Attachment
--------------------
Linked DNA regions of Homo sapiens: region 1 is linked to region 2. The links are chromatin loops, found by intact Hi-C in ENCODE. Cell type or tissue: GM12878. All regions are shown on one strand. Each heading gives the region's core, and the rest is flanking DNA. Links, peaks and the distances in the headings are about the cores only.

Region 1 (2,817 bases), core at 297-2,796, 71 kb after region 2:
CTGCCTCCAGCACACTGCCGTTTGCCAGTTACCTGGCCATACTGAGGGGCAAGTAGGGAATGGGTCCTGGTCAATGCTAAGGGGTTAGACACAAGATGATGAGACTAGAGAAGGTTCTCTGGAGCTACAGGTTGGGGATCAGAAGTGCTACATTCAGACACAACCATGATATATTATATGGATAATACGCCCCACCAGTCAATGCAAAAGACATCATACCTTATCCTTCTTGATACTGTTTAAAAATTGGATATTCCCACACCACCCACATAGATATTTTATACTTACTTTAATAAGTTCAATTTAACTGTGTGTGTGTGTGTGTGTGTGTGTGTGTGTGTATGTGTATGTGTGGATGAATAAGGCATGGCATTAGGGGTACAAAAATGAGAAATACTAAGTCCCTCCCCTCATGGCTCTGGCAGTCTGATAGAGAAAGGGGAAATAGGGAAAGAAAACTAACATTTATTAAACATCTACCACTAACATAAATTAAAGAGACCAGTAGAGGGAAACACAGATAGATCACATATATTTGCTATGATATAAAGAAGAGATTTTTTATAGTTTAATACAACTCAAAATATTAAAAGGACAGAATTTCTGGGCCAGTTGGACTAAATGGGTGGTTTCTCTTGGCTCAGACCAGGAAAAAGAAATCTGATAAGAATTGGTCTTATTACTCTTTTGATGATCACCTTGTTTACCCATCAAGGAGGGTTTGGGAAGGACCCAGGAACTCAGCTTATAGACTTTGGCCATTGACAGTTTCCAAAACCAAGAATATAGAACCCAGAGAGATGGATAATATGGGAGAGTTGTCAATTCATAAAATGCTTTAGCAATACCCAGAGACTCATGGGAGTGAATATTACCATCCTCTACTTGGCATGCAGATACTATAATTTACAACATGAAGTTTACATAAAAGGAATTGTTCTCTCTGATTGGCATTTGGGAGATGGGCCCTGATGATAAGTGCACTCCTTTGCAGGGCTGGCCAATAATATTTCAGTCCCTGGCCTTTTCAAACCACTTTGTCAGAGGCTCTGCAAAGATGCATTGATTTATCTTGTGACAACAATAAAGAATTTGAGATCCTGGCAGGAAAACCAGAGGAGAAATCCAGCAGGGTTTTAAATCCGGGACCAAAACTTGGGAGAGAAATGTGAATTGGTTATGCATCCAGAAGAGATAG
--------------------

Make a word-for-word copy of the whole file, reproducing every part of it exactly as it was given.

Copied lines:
Linked DNA regions of Homo sapiens: region 1 is linked to region 2. The links are chromatin loops, found by intact Hi-C in ENCODE. Cell type or tissue: GM12878. All regions are shown on one strand. Each heading gives the region's core, and the rest is flanking DNA. Links, peaks and the distances in the headings are about the cores only.

Region 1 (2,817 bases), core at 297-2,796, 71 kb after region 2:
CTGCCTCCAGCACACTGCCGTTTGCCAGTTACCTGGCCATACTGAGGGGCAAGTAGGGAATGGGTCCTGGTCAATGCTAAGGGGTTAGACACAAGATGATGAGACTAGAGAAGGTTCTCTGGAGCTACAGGTTGGGGATCAGAAGTGCTACATTCAGACACAACCATGATATATTATATGGATAATACGCCCCACCAGTCAATGCAAAAGACATCATACCTTATCCTTCTTGATACTGTTTAAAAATTGGATATTCCCACACCACCCACATAGATATTTTATACTTACTTTAATAAGTTCAATTTAACTGTGTGTGTGTGTGTGTGTGTGTGTGTGTGTGTATGTGTATGTGTGGATGAATAAGGCATGGCATTAGGGGTACAAAAATGAGAAATACTAAGTCCCTCCCCTCATGGCTCTGGCAGTCTGATAGAGAAAGGGGAAATAGGGAAAGAAAACTAACATTTATTAAACATCTACCACTAACATAAATTAAAGAGACCAGTAGAGGGAAACACAGATAGATCACATATATTTGCTATGATATAAAGAAGAGATTTTTTATAGTTTAATACAACTCAAAATATTAAAAGGACAGAATTTCTGGGCCAGTTGGACTAAATGGGTGGTTTCTCTTGGCTCAGACCAGGAAAAAGAAATCTGATAAGAATTGGTCTTATTACTCTTTTGATGATCACCTTGTTTACCCATCAAGGAGGGTTTGGGAAGGACCCAGGAACTCAGCTTATAGACTTTGGCCATTGACAGTTTCCAAAACCAAGAATATAGAACCCAGAGAGATGGATAATATGGGAGAGTTGTCAATTCATAAAATGCTTTAGCAATACCCAGAGACTCATGGGAGTGAATATTACCATCCTCTACTTGGCATGCAGATACTATAATTTACAACATGAAGTTTACATAAAAGGAATTGTTCTCTCTGATTGGCATTTGGGAGATGGGCCCTGATGATAAGTGCACTCCTTTGCAGGGCTGGCCAATAATATTTCAGTCCCTGGCCTTTTCAAACCACTTTGTCAGAGGCTCTGCAAAGATGCATTGATTTATCTTGTGACAACAATAAAGAATTTGAGATCCTGGCAGGAAAACCAGAGGAGAAATCCAGCAGGGTTTTAAATCCGGGACCAAAACTTGGGAGAGAAATGTGAATTGGTTATGCATCCAGAAGAGATAG